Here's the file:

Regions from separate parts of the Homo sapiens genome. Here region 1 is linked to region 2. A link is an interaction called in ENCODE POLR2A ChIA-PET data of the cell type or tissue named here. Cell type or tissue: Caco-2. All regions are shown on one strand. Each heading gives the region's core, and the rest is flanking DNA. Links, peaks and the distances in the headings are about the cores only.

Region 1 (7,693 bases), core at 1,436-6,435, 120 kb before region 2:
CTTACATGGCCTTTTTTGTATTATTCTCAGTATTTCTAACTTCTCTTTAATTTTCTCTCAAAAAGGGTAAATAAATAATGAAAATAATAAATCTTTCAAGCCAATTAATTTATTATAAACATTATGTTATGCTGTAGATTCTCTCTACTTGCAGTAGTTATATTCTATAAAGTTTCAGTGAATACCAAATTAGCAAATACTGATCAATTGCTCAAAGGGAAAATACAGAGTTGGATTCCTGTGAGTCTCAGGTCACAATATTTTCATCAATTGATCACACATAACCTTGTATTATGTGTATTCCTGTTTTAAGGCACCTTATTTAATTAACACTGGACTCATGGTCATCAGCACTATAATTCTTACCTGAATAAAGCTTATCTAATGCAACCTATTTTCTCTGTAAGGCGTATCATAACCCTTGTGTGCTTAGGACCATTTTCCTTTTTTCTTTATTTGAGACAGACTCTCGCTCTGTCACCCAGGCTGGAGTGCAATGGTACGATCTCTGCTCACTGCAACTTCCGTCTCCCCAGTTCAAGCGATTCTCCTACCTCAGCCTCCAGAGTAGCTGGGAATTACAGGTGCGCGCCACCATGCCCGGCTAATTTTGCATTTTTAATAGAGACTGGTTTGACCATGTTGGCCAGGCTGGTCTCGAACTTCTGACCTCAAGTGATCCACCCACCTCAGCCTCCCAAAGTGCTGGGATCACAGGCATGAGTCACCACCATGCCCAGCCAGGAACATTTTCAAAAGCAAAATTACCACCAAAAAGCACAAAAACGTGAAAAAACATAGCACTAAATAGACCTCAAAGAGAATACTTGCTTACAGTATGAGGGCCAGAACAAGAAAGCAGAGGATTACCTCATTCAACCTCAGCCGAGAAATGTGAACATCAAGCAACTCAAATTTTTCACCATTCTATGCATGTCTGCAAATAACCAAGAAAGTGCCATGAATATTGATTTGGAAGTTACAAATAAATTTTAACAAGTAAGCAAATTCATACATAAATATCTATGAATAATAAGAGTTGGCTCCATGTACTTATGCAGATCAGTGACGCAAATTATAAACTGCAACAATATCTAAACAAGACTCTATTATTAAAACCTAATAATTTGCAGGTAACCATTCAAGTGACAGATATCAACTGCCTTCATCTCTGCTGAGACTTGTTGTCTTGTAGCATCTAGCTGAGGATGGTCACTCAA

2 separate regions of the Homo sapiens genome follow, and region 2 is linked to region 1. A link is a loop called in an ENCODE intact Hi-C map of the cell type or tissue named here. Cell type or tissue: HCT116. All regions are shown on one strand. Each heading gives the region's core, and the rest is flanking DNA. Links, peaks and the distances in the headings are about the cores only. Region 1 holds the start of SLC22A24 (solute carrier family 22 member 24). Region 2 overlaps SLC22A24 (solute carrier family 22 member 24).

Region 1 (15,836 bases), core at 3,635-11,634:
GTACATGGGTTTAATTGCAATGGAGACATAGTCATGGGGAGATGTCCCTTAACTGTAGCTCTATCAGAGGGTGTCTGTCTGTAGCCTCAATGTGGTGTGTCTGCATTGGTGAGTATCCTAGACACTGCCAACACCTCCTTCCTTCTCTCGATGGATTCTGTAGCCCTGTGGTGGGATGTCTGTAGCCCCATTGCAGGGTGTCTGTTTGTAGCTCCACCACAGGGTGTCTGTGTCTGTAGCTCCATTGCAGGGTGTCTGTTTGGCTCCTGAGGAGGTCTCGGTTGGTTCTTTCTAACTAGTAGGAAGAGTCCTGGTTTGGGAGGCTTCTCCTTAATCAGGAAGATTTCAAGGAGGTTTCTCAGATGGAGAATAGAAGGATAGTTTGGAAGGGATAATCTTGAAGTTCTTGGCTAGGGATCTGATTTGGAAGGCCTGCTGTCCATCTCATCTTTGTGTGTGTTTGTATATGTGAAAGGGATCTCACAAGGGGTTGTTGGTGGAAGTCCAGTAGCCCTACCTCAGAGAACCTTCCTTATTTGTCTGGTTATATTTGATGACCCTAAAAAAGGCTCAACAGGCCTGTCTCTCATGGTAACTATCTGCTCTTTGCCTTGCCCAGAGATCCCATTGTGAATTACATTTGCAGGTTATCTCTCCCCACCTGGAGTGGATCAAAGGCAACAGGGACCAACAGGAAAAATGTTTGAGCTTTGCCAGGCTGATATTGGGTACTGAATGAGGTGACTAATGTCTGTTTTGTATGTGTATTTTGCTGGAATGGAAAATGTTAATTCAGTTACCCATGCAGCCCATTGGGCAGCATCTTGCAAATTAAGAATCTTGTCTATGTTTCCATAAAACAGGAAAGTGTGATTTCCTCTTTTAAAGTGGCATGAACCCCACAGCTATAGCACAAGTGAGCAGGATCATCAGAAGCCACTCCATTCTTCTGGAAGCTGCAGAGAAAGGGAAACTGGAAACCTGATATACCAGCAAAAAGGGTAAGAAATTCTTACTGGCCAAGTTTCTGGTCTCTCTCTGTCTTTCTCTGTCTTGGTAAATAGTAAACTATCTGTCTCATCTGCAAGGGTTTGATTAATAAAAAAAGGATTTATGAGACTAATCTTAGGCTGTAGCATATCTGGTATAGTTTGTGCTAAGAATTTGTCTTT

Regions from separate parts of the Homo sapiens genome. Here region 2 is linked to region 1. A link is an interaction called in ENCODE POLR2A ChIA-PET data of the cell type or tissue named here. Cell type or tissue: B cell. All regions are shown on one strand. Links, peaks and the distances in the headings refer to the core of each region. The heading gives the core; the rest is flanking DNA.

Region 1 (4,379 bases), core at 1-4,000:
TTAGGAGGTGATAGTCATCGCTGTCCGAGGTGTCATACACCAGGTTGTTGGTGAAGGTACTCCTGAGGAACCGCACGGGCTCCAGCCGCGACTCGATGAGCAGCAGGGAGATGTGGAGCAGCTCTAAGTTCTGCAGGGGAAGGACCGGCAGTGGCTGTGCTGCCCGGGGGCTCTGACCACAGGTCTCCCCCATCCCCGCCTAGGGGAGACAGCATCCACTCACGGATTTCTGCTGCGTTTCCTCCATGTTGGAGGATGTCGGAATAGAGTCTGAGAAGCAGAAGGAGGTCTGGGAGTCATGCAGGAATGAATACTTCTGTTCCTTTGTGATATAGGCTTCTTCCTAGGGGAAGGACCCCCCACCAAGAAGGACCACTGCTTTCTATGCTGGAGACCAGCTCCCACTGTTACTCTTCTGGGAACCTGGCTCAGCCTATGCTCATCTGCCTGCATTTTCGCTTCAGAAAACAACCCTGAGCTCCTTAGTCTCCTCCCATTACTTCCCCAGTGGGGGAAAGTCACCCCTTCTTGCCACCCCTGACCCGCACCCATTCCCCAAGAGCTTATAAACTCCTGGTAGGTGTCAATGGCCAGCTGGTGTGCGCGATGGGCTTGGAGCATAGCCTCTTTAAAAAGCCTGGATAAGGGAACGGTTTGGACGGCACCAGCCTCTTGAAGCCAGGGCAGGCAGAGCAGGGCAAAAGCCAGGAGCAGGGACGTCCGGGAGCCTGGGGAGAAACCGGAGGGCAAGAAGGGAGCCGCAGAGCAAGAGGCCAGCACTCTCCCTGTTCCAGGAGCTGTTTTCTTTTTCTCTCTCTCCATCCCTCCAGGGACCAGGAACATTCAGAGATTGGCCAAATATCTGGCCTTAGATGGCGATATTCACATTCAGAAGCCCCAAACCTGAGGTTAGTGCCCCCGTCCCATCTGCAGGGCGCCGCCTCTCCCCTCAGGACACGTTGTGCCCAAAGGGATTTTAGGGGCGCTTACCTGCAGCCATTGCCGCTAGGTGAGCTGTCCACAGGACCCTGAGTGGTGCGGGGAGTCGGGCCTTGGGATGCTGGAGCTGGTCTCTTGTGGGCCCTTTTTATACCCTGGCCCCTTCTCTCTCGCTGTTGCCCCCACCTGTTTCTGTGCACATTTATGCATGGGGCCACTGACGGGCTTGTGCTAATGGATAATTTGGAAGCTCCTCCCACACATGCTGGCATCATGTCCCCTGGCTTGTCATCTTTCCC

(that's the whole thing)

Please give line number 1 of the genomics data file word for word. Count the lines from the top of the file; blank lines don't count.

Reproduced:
Regions from separate parts of the Homo sapiens genome. Here region 1 is linked to region 2. A link is an interaction called in ENCODE POLR2A ChIA-PET data of the cell type or tissue named here. Cell type or tissue: Caco-2. All regions are shown on one strand. Each heading gives the region's core, and the rest is flanking DNA. Links, peaks and the distances in the headings are about the cores only.